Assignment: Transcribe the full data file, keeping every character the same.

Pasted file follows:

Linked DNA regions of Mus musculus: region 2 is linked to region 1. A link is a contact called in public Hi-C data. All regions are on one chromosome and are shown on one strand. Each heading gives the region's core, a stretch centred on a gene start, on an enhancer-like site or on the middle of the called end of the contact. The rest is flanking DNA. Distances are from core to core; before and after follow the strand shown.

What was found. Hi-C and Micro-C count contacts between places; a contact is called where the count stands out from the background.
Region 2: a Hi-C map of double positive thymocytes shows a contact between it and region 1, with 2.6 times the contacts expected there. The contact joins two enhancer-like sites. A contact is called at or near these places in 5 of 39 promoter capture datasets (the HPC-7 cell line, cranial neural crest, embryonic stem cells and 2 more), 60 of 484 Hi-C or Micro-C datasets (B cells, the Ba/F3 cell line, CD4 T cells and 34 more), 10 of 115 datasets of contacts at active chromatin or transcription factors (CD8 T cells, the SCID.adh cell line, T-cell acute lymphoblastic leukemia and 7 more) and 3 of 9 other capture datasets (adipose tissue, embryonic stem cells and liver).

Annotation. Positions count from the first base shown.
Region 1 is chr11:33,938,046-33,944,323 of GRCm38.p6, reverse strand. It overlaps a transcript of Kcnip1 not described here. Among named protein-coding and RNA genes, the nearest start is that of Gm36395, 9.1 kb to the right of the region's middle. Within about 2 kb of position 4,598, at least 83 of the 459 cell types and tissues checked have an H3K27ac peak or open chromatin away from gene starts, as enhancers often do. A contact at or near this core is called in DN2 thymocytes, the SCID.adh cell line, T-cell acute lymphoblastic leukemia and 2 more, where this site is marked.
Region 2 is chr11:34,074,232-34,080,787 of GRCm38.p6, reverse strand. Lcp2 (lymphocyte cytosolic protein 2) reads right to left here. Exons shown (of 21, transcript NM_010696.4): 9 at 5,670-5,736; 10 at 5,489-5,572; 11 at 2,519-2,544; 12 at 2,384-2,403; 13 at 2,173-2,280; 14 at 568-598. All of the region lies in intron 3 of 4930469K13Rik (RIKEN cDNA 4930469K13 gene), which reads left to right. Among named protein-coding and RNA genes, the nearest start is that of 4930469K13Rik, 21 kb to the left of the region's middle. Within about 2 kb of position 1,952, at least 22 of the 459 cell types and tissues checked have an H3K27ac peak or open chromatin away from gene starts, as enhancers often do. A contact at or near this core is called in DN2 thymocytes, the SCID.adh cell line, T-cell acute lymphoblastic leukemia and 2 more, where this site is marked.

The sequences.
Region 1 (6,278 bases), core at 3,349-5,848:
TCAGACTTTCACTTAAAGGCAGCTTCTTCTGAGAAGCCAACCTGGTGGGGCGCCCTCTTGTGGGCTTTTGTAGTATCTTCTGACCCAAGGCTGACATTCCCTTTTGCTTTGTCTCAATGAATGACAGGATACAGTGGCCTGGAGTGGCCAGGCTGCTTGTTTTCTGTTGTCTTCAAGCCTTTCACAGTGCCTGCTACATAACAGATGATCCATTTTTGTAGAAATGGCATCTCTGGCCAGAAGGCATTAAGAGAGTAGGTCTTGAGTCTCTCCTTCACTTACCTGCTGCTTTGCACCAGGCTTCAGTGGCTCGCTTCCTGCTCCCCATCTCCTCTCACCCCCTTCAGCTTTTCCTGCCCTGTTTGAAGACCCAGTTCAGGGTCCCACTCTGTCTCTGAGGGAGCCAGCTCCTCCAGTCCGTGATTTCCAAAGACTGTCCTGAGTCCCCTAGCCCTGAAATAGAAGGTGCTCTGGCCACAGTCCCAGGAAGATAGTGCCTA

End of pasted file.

Linked DNA regions of Mus musculus: region 2 is linked to region 1. A link is a contact called in public Hi-C data. All regions are on one chromosome and are shown on one strand. Each heading gives the region's core, a stretch centred on a gene start, on an enhancer-like site or on the middle of the called end of the contact. The rest is flanking DNA. Distances are from core to core; before and after follow the strand shown.

What was found. Hi-C and Micro-C count contacts between places; a contact is called where the count stands out from the background.
Region 2: a Hi-C map of double positive thymocytes shows a contact between it and region 1, with 2.6 times the contacts expected there. The contact joins two enhancer-like sites. A contact is called at or near these places in 5 of 39 promoter capture datasets (the HPC-7 cell line, cranial neural crest, embryonic stem cells and 2 more), 60 of 484 Hi-C or Micro-C datasets (B cells, the Ba/F3 cell line, CD4 T cells and 34 more), 10 of 115 datasets of contacts at active chromatin or transcription factors (CD8 T cells, the SCID.adh cell line, T-cell acute lymphoblastic leukemia and 7 more) and 3 of 9 other capture datasets (adipose tissue, embryonic stem cells and liver).

Annotation. Positions count from the first base shown.
Region 1 is chr11:33,938,046-33,944,323 of GRCm38.p6, reverse strand. It overlaps a transcript of Kcnip1 not described here. Among named protein-coding and RNA genes, the nearest start is that of Gm36395, 9.1 kb to the right of the region's middle. Within about 2 kb of position 4,598, at least 83 of the 459 cell types and tissues checked have an H3K27ac peak or open chromatin away from gene starts, as enhancers often do. A contact at or near this core is called in DN2 thymocytes, the SCID.adh cell line, T-cell acute lymphoblastic leukemia and 2 more, where this site is marked.
Region 2 is chr11:34,074,232-34,080,787 of GRCm38.p6, reverse strand. Lcp2 (lymphocyte cytosolic protein 2) reads right to left here. Exons shown (of 21, transcript NM_010696.4): 9 at 5,670-5,736; 10 at 5,489-5,572; 11 at 2,519-2,544; 12 at 2,384-2,403; 13 at 2,173-2,280; 14 at 568-598. All of the region lies in intron 3 of 4930469K13Rik (RIKEN cDNA 4930469K13 gene), which reads left to right. Among named protein-coding and RNA genes, the nearest start is that of 4930469K13Rik, 21 kb to the left of the region's middle. Within about 2 kb of position 1,952, at least 22 of the 459 cell types and tissues checked have an H3K27ac peak or open chromatin away from gene starts, as enhancers often do. A contact at or near this core is called in DN2 thymocytes, the SCID.adh cell line, T-cell acute lymphoblastic leukemia and 2 more, where this site is marked.

The sequences.
Region 1 (6,278 bases), core at 3,349-5,848:
TCAGACTTTCACTTAAAGGCAGCTTCTTCTGAGAAGCCAACCTGGTGGGGCGCCCTCTTGTGGGCTTTTGTAGTATCTTCTGACCCAAGGCTGACATTCCCTTTTGCTTTGTCTCAATGAATGACAGGATACAGTGGCCTGGAGTGGCCAGGCTGCTTGTTTTCTGTTGTCTTCAAGCCTTTCACAGTGCCTGCTACATAACAGATGATCCATTTTTGTAGAAATGGCATCTCTGGCCAGAAGGCATTAAGAGAGTAGGTCTTGAGTCTCTCCTTCACTTACCTGCTGCTTTGCACCAGGCTTCAGTGGCTCGCTTCCTGCTCCCCATCTCCTCTCACCCCCTTCAGCTTTTCCTGCCCTGTTTGAAGACCCAGTTCAGGGTCCCACTCTGTCTCTGAGGGAGCCAGCTCCTCCAGTCCGTGATTTCCAAAGACTGTCCTGAGTCCCCTAGCCCTGAAATAGAAGGTGCTCTGGCCACAGTCCCAGGAAGATAGTGCCTA